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QP: Writing and D&D.

When creating a new character's backstory, one often dashes up a little backstory. A few sentences, a paragraph, or maybe a bulleted list. I wrote a 9-page short story. Oops. It was fun at least!

(This is another "quick post," which means it's a short update that didn't receive the kind of editing or revision that other, more thoughtful posts would get. Don't worry about it if you're looking for something deeper, but feel free to read on if you don't mind!🧡)

I'm really proud of what I wrote for this character. I put a lot of thought into it, and it's gotten good feedback, too. That said, I'm mostly enamored of the pleasure in writing and crafting it.

But—I'm also obviously eager for positive feedback; I crave that shit. Haha. I may even post it here on the blog or on the socials!

It's got me wondering about getting into writing again. Maybe fiction isn't so impossible for me? Maybe a little diligence is all I need?

Writing more…
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This moment: A tattoo.

So I read Mrs. Dalloway in high school, and it was perhaps the most beautiful thing I'd ever read. One passage in particular, very early in the book, hit me hard with my first experience of the sublime, and stayed with me—and led at last to my first tattoo.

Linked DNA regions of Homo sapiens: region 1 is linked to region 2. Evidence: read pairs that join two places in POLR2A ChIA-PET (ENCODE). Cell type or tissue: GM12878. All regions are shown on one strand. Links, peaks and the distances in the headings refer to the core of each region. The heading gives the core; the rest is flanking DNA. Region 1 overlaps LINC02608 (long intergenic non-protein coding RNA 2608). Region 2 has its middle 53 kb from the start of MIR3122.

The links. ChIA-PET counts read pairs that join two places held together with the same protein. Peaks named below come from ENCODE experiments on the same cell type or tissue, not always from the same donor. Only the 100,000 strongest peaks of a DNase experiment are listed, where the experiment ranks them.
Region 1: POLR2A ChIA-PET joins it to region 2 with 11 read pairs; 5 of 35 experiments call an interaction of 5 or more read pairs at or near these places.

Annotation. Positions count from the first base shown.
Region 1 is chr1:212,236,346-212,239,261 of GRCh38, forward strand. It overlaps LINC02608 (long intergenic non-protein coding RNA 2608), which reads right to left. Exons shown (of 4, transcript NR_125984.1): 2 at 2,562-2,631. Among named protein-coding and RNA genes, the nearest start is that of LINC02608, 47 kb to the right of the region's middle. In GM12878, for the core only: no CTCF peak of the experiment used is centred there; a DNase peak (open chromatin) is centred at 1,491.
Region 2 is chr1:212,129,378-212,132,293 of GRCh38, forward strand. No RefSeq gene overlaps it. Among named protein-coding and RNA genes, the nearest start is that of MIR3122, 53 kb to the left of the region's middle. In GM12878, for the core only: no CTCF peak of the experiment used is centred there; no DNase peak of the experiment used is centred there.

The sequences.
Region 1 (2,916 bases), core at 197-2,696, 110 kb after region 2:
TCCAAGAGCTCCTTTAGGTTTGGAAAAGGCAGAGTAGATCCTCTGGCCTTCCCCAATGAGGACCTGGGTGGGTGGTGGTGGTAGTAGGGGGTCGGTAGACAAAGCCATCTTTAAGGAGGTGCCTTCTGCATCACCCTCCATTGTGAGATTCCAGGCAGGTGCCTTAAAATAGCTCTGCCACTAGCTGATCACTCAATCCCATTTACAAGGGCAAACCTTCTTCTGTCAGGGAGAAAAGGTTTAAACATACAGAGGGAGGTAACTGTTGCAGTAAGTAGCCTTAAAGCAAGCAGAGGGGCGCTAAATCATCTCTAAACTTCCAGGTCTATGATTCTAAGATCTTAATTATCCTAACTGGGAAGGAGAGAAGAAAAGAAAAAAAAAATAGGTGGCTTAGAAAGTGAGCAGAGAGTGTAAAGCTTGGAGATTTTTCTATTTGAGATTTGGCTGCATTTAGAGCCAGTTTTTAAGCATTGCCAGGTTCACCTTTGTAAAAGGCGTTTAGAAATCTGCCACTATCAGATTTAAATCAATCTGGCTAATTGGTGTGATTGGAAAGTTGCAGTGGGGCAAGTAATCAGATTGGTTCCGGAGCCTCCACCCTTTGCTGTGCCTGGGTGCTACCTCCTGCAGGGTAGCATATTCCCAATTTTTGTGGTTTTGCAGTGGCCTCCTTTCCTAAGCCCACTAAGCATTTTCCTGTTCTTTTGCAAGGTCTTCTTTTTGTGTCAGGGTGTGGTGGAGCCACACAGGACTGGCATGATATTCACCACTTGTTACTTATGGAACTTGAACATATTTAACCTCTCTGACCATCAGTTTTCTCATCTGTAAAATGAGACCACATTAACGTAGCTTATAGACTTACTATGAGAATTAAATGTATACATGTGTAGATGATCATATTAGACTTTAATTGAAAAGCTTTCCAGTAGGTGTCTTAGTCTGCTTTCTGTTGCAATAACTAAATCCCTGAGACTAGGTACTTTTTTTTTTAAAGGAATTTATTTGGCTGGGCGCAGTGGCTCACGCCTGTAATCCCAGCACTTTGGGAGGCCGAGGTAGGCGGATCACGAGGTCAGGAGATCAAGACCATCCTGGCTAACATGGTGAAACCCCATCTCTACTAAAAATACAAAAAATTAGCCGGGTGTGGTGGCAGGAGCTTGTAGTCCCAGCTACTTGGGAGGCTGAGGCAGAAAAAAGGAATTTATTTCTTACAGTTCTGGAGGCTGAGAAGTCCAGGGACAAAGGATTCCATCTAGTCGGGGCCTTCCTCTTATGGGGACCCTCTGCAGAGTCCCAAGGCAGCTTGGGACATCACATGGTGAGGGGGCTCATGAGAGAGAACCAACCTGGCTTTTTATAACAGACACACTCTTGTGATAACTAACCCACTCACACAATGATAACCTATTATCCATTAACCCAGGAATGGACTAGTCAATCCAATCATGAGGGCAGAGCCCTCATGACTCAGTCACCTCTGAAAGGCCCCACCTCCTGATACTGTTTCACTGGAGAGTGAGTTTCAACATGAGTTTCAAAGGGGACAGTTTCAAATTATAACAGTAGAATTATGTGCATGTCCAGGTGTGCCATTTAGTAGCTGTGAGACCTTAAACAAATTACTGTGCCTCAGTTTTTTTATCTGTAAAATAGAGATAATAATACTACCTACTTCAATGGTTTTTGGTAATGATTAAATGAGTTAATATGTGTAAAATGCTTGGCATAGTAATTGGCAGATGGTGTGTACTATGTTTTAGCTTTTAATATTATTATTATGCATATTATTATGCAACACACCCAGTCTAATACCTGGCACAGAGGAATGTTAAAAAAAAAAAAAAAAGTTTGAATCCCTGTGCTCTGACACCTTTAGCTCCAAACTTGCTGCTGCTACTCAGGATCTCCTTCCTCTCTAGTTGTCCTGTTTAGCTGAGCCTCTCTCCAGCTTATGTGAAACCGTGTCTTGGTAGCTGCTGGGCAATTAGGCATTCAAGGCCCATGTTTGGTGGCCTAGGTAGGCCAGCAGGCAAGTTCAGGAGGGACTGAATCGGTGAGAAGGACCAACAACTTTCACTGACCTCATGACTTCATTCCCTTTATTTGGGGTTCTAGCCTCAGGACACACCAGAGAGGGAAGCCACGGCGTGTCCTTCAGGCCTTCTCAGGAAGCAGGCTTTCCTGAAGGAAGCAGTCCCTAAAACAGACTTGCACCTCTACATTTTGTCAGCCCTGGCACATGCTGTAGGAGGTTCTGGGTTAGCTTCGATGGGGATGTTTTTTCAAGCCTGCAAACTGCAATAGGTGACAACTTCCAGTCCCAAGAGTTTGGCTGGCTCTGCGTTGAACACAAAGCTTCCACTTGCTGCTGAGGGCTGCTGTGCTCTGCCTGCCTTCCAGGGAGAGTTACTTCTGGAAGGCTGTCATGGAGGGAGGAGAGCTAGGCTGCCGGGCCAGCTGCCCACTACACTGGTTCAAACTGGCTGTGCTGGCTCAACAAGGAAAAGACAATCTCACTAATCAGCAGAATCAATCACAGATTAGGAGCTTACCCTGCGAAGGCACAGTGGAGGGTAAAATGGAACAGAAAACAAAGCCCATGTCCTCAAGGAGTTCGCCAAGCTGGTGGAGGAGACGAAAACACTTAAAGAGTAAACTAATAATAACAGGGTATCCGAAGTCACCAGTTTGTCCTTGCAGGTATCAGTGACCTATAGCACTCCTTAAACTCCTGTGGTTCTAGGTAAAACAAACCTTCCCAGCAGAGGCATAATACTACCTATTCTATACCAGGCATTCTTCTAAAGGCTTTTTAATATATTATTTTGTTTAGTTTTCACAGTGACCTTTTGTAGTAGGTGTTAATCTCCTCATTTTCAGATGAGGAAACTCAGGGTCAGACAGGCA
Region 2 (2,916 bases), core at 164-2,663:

In people’s eyes, in the swing, tramp, and trudge; in the bellow and the uproar; the carriages, motor cars, omnibuses, vans, sandwich men shuffling and swinging; brass bands; barrel organs; in the triumph and the jingle and the strange high singing of some aeroplane overhead was what she loved; life; London; this moment of June.  (Emphasis added; full paragraph included below. From the full text of the novel as made available by the University of Adelaide.)

The paragraph this is from, the 4th paragraph of the novel, is the 1st passage with the stream of consciousness the book is famous for; although self-limited here, the flow is no less gorgeous. In the passage, Clarissa is walking on a street to get those famous flowers herse…

Sarracenia 'Ennui.'

I mentioned in a recent post that even hybrids of the same species can demonstrate disparate variety. Which is the case with the other cultivar I discovered. Yes; there's another.

I could go into how this variety among hybrids should surprise no one, but I'm not here to teach you genetics (poorly). No, I want to talk about my other big cultivar-related excitement: Sarracenia 'Ennui,' or so it's being called for now. I guess it's semiofficial now that I've "announced" it in a blog post. Welp.

(My main hesitation in calling it this is that the name may already been claimed. But I think it's an awesome name for a plant and peculiarly kind of perfect for this one: It's got this muted glamour that feels not only somehow French but also weirdly existential...?)

I found this beauty at Meadowview Biological Research Station. The other half of the main plant can still be found there, by the way, and that nursery has a gorgeous array of other Sarrac…

Revamp, pt 1.

I decided I want to dig in and take this blog, and more broadly the "Palmerpink Brand" as it were, more seriously. Ok, maybe not that seriously, but yeah.

I wrote up a larger exploration on my other blog of initial questions to lay out some basic considerations regarding a revamp, asking things like the What, Who, and Why of this blog. Some of these things I'd explored previously, but I wanted to dig into deeper this time around.